WASHINGTON—The Knight Ridder Washington bureau won a top award in the Scripps Howard Foundation's National Journalism Awards for its report on the poor treatment of America's veterans, while a Knight Ridder paper in Biloxi, Miss., won an award for its Hurricane Katrina editorials.
Both citations were among 12 newspaper awards announced Friday. The National Journalism Awards, among the most prestigious in the profession, also recognize electronic and college journalism.
Knight Ridder Washington bureau reporters Chris Adams and Alison Young won for outstanding Washington reporting and will be given the Raymond Clapper Award. The award committee judges said the investigation, "Discharged and Dishonored," showed that the Department of Veterans Affairs "is failing miserably in its service to America's veterans."
Key to the investigation was Knight Ridder's decision to sue in federal court to force open VA data and documents. The judges said that "aggressive legal action forced release of records that told the story of missing pensions, veterans not getting educational benefits and disability payments, thousands of errors and misinformation by VA staff."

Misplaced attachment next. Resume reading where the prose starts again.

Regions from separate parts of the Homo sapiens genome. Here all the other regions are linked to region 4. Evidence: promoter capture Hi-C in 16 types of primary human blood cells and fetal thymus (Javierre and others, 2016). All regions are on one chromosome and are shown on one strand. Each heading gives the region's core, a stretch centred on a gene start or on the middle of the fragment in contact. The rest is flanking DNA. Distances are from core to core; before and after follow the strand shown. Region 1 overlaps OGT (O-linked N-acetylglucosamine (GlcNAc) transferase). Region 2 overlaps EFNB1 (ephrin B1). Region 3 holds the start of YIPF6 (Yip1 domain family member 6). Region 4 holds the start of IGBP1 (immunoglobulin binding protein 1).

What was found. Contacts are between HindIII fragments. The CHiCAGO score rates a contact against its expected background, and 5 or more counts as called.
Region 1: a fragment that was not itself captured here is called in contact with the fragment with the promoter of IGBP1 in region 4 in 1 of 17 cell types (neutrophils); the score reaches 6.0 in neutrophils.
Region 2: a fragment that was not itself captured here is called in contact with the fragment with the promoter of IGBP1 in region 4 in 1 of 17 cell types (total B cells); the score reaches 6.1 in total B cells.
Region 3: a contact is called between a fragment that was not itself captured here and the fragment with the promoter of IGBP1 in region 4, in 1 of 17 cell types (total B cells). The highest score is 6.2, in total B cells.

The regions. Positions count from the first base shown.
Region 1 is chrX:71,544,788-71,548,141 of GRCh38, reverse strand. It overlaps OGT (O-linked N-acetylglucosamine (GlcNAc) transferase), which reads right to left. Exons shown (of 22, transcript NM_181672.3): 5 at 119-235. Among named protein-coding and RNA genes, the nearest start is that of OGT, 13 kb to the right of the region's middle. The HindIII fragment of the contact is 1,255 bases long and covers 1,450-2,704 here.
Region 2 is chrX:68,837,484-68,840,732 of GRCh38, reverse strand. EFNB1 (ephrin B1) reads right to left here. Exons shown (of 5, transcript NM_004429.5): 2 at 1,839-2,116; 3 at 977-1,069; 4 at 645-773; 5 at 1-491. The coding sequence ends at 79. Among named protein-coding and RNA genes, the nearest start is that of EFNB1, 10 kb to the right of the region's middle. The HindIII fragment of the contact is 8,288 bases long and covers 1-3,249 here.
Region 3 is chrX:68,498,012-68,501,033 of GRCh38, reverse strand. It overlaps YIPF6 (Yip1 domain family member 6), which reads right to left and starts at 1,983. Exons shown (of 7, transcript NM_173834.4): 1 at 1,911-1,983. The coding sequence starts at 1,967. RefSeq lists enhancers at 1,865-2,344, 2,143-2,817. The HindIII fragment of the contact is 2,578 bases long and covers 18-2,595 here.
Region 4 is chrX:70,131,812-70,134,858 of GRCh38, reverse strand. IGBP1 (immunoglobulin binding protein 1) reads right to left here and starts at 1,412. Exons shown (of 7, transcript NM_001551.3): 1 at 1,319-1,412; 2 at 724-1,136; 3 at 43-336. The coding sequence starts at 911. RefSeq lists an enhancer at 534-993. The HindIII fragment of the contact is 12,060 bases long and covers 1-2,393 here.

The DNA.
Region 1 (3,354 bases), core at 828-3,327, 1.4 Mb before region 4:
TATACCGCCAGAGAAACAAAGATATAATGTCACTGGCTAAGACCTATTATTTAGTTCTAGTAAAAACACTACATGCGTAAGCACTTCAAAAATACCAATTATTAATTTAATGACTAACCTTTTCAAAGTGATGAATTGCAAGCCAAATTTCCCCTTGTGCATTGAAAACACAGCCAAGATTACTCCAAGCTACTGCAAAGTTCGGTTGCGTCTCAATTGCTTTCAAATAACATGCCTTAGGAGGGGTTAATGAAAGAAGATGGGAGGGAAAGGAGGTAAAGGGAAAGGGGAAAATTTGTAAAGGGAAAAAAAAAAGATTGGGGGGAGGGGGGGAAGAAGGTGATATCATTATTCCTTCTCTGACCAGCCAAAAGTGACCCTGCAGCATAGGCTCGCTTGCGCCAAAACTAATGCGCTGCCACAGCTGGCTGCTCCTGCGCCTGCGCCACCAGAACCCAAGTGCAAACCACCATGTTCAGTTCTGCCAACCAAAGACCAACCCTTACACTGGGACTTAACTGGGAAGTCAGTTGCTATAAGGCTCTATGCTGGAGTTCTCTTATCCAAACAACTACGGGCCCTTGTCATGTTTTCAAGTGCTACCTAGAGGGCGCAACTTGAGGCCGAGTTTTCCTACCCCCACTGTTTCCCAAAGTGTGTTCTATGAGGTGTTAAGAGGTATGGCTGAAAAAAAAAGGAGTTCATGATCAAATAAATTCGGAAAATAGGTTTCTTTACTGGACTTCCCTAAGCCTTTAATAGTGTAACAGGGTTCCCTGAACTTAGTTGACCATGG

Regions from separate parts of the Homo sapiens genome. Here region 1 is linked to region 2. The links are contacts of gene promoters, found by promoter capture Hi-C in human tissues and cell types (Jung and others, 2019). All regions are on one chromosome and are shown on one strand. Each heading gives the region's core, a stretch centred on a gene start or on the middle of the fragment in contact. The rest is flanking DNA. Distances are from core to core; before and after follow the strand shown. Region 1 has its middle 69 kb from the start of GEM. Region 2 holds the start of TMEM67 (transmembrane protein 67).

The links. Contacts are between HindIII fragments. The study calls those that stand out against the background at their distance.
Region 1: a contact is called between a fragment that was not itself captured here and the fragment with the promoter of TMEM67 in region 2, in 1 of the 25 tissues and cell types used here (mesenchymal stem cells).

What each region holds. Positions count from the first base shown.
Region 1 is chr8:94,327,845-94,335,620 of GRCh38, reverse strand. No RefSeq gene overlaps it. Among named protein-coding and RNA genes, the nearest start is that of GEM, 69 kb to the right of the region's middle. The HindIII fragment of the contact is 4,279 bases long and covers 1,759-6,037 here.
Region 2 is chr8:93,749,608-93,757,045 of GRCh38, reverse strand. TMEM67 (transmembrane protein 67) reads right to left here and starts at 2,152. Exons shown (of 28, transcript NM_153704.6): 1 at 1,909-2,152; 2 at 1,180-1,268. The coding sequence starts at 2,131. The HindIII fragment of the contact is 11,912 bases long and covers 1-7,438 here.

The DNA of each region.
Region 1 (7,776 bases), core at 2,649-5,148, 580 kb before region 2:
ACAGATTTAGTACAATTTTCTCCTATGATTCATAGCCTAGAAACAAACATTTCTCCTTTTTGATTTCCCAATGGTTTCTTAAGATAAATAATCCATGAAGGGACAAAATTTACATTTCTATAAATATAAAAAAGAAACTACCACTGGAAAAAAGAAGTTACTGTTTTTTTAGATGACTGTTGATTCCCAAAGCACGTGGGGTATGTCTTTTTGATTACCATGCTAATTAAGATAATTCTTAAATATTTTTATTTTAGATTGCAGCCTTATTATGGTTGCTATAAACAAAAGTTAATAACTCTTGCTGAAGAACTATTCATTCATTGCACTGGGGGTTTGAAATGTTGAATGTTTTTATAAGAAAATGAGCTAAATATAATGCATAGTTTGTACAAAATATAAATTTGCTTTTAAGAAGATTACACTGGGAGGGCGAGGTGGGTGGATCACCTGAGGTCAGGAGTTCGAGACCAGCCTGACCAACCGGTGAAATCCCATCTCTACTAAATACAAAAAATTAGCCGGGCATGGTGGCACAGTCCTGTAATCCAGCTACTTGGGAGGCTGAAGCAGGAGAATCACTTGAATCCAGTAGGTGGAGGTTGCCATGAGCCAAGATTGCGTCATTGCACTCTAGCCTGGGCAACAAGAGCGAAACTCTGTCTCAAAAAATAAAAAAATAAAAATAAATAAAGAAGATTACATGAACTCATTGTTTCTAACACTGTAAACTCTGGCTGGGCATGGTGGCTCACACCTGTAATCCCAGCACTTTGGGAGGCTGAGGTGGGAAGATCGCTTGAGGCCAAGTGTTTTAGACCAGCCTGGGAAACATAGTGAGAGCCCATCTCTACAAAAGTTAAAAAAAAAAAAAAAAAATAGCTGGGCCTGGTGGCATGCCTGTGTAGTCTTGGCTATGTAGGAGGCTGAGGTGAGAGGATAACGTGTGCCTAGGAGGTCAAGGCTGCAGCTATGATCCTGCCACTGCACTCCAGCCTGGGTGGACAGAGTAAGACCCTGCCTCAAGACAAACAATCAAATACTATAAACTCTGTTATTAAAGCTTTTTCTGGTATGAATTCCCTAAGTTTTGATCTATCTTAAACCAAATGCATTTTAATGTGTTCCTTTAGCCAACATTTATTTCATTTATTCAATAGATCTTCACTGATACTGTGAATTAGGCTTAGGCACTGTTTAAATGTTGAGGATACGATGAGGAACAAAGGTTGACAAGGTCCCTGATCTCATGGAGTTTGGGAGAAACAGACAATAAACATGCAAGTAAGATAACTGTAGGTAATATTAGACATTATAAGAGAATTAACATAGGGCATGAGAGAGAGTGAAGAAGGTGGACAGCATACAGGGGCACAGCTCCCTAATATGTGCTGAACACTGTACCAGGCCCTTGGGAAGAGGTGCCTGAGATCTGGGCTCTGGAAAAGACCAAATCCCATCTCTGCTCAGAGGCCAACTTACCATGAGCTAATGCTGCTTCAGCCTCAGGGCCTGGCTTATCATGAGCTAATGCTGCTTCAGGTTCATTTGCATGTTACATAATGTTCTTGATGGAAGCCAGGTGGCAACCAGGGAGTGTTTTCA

The veterans stories ran in more than 30 Knight Ridder papers, beginning in 2004 and continuing into 2005. The award carries a $10,000 prize. The Washington Post's Dana Priest was named as a finalist in the category.
In the editorial writing category, Tony Biffle of Knight Ridder's The Sun Herald in Mississippi won for being "a voice for his community ... and expressing its rage at official inaction and indifference" after Katrina ravaged the Gulf Coast town. He will receive the $10,000 Walker Stone Award.
The Los Angeles Times won four of the Scripps Howard awards, including the top investigative writing prize, as well as awards for editorial cartooning, photojournalism and commentary.